This seven-minute composition is far from being a cantata as the term is commonly understood (a multi-section vocal composition), and even less so according to the usage of Buxtehude's own time, which reserved "cantata" for secular compositions. For once we know in this case the date and occasion of a Buxtehude cantata. It was composed in 1671 for the funeral of Superintendent Menno Hanneken, a town official of Lübeck, where Buxtehude worked. Three years later Buxtehude brought about a repeat performance, this time with an additional section, a Klagelied or Elegy, this time for the funeral of his own father.
The opening sections (Contrapunctus I, Evolutio, Contrapunctus II, and Evolutio) are written on an open score with no indications as to instruments or voices. The work is a setting of a Martin Luther chorale, adapted from Luke 2: 30-32 ("With Peace and Joy I Depart"). It is in strict four-part counterpoint. The second part redistributes and transposes the voices, so that the bass changes places with the soprano, and the alto with the tenor. The second Contrapunctus is based on the same melody, but is in even more elaborate counterpoint. The final Evolutio is a transposed mirror version of Contrapunctus II. In all, the cantata is an elaborate display of compositional technique, and it may played a part in influencing Johann Sebastian Bach to write his Art of Fugue and other dazzling contrapuntal displays.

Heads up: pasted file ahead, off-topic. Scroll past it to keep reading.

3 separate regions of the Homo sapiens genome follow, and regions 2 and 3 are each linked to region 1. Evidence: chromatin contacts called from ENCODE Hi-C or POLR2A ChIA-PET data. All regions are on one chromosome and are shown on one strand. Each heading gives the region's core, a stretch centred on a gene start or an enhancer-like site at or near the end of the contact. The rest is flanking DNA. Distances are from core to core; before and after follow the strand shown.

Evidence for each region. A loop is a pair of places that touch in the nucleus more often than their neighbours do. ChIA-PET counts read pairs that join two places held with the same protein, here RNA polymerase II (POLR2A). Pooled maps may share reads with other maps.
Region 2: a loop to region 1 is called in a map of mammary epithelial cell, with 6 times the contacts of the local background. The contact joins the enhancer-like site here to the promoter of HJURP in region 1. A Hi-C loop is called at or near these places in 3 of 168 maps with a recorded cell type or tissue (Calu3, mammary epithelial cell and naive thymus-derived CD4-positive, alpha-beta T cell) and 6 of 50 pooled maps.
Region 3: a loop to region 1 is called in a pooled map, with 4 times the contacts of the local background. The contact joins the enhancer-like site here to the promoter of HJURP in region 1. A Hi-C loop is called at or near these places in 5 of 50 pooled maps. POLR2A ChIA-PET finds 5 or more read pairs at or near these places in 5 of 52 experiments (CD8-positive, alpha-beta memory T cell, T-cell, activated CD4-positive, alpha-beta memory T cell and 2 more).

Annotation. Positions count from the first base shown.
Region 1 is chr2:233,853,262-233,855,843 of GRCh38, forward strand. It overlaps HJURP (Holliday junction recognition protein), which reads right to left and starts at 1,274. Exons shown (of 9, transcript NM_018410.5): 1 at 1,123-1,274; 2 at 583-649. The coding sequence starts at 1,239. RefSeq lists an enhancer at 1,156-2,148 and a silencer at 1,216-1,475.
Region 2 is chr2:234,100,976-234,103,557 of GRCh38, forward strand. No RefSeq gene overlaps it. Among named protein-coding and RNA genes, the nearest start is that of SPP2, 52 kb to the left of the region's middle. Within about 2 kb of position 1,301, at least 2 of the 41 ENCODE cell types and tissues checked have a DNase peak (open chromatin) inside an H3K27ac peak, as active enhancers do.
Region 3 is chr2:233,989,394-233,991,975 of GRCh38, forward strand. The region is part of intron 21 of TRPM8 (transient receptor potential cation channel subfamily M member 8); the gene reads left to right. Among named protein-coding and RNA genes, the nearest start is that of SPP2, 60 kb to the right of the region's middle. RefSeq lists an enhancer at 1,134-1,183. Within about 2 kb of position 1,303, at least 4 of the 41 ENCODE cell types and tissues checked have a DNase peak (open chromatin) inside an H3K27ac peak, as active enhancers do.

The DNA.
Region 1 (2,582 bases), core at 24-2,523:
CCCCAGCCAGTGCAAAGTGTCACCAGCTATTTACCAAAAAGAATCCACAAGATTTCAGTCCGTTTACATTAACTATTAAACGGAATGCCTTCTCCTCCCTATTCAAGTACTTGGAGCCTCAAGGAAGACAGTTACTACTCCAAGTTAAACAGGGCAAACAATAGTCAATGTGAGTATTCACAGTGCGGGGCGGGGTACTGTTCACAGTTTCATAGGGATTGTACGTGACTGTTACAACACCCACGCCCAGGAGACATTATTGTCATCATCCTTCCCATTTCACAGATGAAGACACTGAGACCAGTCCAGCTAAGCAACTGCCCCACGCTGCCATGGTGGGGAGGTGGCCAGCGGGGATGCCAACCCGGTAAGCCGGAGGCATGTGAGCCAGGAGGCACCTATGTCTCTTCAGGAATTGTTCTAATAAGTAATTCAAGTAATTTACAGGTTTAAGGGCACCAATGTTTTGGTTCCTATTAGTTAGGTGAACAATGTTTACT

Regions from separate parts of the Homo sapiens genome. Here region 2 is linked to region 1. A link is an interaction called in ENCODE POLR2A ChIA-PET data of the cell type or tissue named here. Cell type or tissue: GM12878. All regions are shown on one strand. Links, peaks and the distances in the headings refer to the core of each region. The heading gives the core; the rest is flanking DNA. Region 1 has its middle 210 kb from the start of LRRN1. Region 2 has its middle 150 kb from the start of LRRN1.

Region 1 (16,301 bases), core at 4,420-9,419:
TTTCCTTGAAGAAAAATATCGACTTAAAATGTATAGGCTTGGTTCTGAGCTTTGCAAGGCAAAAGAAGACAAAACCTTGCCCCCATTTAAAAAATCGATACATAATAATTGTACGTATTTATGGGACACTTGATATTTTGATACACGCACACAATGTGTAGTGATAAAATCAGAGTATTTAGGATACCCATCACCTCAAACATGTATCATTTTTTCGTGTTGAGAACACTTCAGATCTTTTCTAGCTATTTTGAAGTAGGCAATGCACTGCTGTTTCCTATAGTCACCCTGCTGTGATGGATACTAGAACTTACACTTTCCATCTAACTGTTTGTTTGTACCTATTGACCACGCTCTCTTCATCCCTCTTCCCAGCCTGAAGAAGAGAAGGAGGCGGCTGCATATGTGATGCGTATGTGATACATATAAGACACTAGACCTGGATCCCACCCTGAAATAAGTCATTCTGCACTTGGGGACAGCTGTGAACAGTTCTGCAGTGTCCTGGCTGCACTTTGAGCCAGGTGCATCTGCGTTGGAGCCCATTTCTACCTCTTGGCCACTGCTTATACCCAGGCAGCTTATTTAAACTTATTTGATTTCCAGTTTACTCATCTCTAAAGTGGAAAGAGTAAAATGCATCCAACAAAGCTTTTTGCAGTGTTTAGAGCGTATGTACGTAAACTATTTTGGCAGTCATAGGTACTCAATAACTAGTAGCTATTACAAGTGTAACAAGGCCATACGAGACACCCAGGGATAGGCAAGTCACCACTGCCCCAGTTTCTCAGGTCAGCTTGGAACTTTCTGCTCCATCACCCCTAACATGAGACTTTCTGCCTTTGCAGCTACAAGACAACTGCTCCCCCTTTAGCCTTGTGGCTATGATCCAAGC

The final Dirge is a simple song, on a poetic text probably by the composer. It is sung above tremolo strings throughout, and is written for soprano, two string parts, and basso continuo.